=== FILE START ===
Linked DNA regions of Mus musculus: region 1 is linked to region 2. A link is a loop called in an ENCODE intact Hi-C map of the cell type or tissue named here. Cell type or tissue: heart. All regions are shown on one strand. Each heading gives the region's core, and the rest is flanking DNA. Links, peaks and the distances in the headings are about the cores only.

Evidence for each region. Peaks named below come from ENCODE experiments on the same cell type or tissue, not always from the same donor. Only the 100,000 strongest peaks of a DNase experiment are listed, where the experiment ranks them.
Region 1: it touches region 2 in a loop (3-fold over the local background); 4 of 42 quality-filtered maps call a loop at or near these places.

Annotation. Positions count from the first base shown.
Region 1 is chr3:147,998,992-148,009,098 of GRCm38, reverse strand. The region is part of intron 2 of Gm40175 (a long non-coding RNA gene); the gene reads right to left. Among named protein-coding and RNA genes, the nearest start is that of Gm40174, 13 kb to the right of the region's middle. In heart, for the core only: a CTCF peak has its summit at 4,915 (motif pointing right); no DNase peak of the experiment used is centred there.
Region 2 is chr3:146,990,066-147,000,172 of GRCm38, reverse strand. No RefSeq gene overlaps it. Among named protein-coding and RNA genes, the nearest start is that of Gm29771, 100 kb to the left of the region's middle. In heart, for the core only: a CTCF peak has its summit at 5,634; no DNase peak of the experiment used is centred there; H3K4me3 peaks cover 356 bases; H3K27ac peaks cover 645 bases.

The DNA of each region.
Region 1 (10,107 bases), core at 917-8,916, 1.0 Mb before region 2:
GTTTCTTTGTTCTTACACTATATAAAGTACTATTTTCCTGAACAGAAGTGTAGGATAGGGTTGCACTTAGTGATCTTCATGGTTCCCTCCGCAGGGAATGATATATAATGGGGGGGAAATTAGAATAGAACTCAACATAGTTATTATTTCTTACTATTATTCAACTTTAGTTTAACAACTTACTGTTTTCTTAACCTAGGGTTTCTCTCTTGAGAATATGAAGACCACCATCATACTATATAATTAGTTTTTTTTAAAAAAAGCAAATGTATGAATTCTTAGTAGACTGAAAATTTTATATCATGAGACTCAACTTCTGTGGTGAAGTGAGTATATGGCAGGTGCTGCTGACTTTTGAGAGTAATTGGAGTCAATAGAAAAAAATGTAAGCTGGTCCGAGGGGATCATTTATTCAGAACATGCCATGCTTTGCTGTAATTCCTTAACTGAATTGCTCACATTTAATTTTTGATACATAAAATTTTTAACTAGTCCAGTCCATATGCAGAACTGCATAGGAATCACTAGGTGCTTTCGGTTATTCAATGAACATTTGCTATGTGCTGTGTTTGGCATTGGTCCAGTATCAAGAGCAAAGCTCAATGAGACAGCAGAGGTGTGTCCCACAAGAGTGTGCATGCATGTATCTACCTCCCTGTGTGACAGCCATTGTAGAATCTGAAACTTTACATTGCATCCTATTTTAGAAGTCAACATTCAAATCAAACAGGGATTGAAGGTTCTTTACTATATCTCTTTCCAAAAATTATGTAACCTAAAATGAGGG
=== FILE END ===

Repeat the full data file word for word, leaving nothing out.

Linked DNA regions of Mus musculus: region 1 is linked to region 2. A link is a loop called in an ENCODE intact Hi-C map of the cell type or tissue named here. Cell type or tissue: heart. All regions are shown on one strand. Each heading gives the region's core, and the rest is flanking DNA. Links, peaks and the distances in the headings are about the cores only.

Evidence for each region. Peaks named below come from ENCODE experiments on the same cell type or tissue, not always from the same donor. Only the 100,000 strongest peaks of a DNase experiment are listed, where the experiment ranks them.
Region 1: it touches region 2 in a loop (3-fold over the local background); 4 of 42 quality-filtered maps call a loop at or near these places.

Annotation. Positions count from the first base shown.
Region 1 is chr3:147,998,992-148,009,098 of GRCm38, reverse strand. The region is part of intron 2 of Gm40175 (a long non-coding RNA gene); the gene reads right to left. Among named protein-coding and RNA genes, the nearest start is that of Gm40174, 13 kb to the right of the region's middle. In heart, for the core only: a CTCF peak has its summit at 4,915 (motif pointing right); no DNase peak of the experiment used is centred there.
Region 2 is chr3:146,990,066-147,000,172 of GRCm38, reverse strand. No RefSeq gene overlaps it. Among named protein-coding and RNA genes, the nearest start is that of Gm29771, 100 kb to the left of the region's middle. In heart, for the core only: a CTCF peak has its summit at 5,634; no DNase peak of the experiment used is centred there; H3K4me3 peaks cover 356 bases; H3K27ac peaks cover 645 bases.

The DNA of each region.
Region 1 (10,107 bases), core at 917-8,916, 1.0 Mb before region 2:
GTTTCTTTGTTCTTACACTATATAAAGTACTATTTTCCTGAACAGAAGTGTAGGATAGGGTTGCACTTAGTGATCTTCATGGTTCCCTCCGCAGGGAATGATATATAATGGGGGGGAAATTAGAATAGAACTCAACATAGTTATTATTTCTTACTATTATTCAACTTTAGTTTAACAACTTACTGTTTTCTTAACCTAGGGTTTCTCTCTTGAGAATATGAAGACCACCATCATACTATATAATTAGTTTTTTTTAAAAAAAGCAAATGTATGAATTCTTAGTAGACTGAAAATTTTATATCATGAGACTCAACTTCTGTGGTGAAGTGAGTATATGGCAGGTGCTGCTGACTTTTGAGAGTAATTGGAGTCAATAGAAAAAAATGTAAGCTGGTCCGAGGGGATCATTTATTCAGAACATGCCATGCTTTGCTGTAATTCCTTAACTGAATTGCTCACATTTAATTTTTGATACATAAAATTTTTAACTAGTCCAGTCCATATGCAGAACTGCATAGGAATCACTAGGTGCTTTCGGTTATTCAATGAACATTTGCTATGTGCTGTGTTTGGCATTGGTCCAGTATCAAGAGCAAAGCTCAATGAGACAGCAGAGGTGTGTCCCACAAGAGTGTGCATGCATGTATCTACCTCCCTGTGTGACAGCCATTGTAGAATCTGAAACTTTACATTGCATCCTATTTTAGAAGTCAACATTCAAATCAAACAGGGATTGAAGGTTCTTTACTATATCTCTTTCCAAAAATTATGTAACCTAAAATGAGGG